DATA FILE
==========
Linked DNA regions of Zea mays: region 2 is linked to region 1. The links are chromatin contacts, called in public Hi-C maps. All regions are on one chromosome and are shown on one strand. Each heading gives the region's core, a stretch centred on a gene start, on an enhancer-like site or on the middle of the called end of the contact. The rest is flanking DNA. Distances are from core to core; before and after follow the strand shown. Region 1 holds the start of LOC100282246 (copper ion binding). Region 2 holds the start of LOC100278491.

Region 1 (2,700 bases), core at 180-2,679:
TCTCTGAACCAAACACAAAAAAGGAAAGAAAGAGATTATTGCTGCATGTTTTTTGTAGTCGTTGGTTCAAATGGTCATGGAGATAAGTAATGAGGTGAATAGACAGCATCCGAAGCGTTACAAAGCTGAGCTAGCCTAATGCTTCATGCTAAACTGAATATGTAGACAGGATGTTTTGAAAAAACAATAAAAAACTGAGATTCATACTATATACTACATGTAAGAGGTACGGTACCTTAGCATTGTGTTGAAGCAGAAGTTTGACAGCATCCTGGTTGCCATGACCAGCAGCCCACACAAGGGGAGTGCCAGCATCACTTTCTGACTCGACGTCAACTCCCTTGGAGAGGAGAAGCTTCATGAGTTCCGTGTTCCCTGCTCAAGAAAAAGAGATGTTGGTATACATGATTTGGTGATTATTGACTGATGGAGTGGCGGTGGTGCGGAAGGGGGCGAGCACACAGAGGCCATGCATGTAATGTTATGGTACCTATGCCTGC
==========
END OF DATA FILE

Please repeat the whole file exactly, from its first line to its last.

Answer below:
Linked DNA regions of Zea mays: region 2 is linked to region 1. The links are chromatin contacts, called in public Hi-C maps. All regions are on one chromosome and are shown on one strand. Each heading gives the region's core, a stretch centred on a gene start, on an enhancer-like site or on the middle of the called end of the contact. The rest is flanking DNA. Distances are from core to core; before and after follow the strand shown. Region 1 holds the start of LOC100282246 (copper ion binding). Region 2 holds the start of LOC100278491.

Region 1 (2,700 bases), core at 180-2,679:
TCTCTGAACCAAACACAAAAAAGGAAAGAAAGAGATTATTGCTGCATGTTTTTTGTAGTCGTTGGTTCAAATGGTCATGGAGATAAGTAATGAGGTGAATAGACAGCATCCGAAGCGTTACAAAGCTGAGCTAGCCTAATGCTTCATGCTAAACTGAATATGTAGACAGGATGTTTTGAAAAAACAATAAAAAACTGAGATTCATACTATATACTACATGTAAGAGGTACGGTACCTTAGCATTGTGTTGAAGCAGAAGTTTGACAGCATCCTGGTTGCCATGACCAGCAGCCCACACAAGGGGAGTGCCAGCATCACTTTCTGACTCGACGTCAACTCCCTTGGAGAGGAGAAGCTTCATGAGTTCCGTGTTCCCTGCTCAAGAAAAAGAGATGTTGGTATACATGATTTGGTGATTATTGACTGATGGAGTGGCGGTGGTGCGGAAGGGGGCGAGCACACAGAGGCCATGCATGTAATGTTATGGTACCTATGCCTGC